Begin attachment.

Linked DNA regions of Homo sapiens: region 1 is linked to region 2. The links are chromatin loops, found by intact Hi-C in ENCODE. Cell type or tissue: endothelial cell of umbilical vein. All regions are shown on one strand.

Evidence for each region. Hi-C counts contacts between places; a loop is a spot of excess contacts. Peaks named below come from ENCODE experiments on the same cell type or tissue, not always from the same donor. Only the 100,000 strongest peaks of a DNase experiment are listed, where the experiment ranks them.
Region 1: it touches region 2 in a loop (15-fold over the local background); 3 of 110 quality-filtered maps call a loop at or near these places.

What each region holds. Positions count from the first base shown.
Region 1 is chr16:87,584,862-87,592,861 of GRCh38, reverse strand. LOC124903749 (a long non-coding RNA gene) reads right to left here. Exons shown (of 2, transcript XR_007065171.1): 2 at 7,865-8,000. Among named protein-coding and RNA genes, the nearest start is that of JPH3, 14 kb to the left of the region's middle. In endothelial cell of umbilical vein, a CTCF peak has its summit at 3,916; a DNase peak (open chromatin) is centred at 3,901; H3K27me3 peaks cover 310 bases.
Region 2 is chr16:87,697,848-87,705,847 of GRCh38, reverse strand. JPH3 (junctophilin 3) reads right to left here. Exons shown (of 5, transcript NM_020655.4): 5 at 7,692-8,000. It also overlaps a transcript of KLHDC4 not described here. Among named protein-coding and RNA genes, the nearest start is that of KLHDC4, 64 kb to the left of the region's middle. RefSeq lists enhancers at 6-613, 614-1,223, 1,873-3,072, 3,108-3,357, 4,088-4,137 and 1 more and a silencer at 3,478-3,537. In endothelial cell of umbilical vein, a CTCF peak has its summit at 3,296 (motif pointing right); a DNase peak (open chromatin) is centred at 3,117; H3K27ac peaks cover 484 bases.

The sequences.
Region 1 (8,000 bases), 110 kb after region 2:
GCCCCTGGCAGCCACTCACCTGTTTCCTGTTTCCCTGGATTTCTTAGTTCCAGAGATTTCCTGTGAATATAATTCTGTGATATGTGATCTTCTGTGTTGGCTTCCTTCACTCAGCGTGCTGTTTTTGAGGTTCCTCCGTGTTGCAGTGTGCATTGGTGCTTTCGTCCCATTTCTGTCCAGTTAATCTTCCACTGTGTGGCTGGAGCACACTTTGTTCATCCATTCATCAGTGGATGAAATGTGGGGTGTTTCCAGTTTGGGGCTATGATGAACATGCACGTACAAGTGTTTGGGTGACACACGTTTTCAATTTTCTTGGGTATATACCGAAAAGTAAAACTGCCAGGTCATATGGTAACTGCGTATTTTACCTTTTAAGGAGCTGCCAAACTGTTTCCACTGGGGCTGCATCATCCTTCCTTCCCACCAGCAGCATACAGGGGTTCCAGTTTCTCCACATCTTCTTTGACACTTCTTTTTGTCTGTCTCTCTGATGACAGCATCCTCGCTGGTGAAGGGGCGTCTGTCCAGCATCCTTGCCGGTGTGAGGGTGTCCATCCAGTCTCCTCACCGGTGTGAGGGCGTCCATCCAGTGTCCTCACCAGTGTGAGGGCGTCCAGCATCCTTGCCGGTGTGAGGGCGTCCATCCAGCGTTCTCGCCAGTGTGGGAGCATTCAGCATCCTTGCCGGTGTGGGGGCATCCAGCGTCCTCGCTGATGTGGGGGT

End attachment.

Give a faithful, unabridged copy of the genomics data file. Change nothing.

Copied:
Linked DNA regions of Homo sapiens: region 1 is linked to region 2. The links are chromatin loops, found by intact Hi-C in ENCODE. Cell type or tissue: endothelial cell of umbilical vein. All regions are shown on one strand.

Evidence for each region. Hi-C counts contacts between places; a loop is a spot of excess contacts. Peaks named below come from ENCODE experiments on the same cell type or tissue, not always from the same donor. Only the 100,000 strongest peaks of a DNase experiment are listed, where the experiment ranks them.
Region 1: it touches region 2 in a loop (15-fold over the local background); 3 of 110 quality-filtered maps call a loop at or near these places.

What each region holds. Positions count from the first base shown.
Region 1 is chr16:87,584,862-87,592,861 of GRCh38, reverse strand. LOC124903749 (a long non-coding RNA gene) reads right to left here. Exons shown (of 2, transcript XR_007065171.1): 2 at 7,865-8,000. Among named protein-coding and RNA genes, the nearest start is that of JPH3, 14 kb to the left of the region's middle. In endothelial cell of umbilical vein, a CTCF peak has its summit at 3,916; a DNase peak (open chromatin) is centred at 3,901; H3K27me3 peaks cover 310 bases.
Region 2 is chr16:87,697,848-87,705,847 of GRCh38, reverse strand. JPH3 (junctophilin 3) reads right to left here. Exons shown (of 5, transcript NM_020655.4): 5 at 7,692-8,000. It also overlaps a transcript of KLHDC4 not described here. Among named protein-coding and RNA genes, the nearest start is that of KLHDC4, 64 kb to the left of the region's middle. RefSeq lists enhancers at 6-613, 614-1,223, 1,873-3,072, 3,108-3,357, 4,088-4,137 and 1 more and a silencer at 3,478-3,537. In endothelial cell of umbilical vein, a CTCF peak has its summit at 3,296 (motif pointing right); a DNase peak (open chromatin) is centred at 3,117; H3K27ac peaks cover 484 bases.

The sequences.
Region 1 (8,000 bases), 110 kb after region 2:
GCCCCTGGCAGCCACTCACCTGTTTCCTGTTTCCCTGGATTTCTTAGTTCCAGAGATTTCCTGTGAATATAATTCTGTGATATGTGATCTTCTGTGTTGGCTTCCTTCACTCAGCGTGCTGTTTTTGAGGTTCCTCCGTGTTGCAGTGTGCATTGGTGCTTTCGTCCCATTTCTGTCCAGTTAATCTTCCACTGTGTGGCTGGAGCACACTTTGTTCATCCATTCATCAGTGGATGAAATGTGGGGTGTTTCCAGTTTGGGGCTATGATGAACATGCACGTACAAGTGTTTGGGTGACACACGTTTTCAATTTTCTTGGGTATATACCGAAAAGTAAAACTGCCAGGTCATATGGTAACTGCGTATTTTACCTTTTAAGGAGCTGCCAAACTGTTTCCACTGGGGCTGCATCATCCTTCCTTCCCACCAGCAGCATACAGGGGTTCCAGTTTCTCCACATCTTCTTTGACACTTCTTTTTGTCTGTCTCTCTGATGACAGCATCCTCGCTGGTGAAGGGGCGTCTGTCCAGCATCCTTGCCGGTGTGAGGGTGTCCATCCAGTCTCCTCACCGGTGTGAGGGCGTCCATCCAGTGTCCTCACCAGTGTGAGGGCGTCCAGCATCCTTGCCGGTGTGAGGGCGTCCATCCAGCGTTCTCGCCAGTGTGGGAGCATTCAGCATCCTTGCCGGTGTGGGGGCATCCAGCGTCCTCGCTGATGTGGGGGT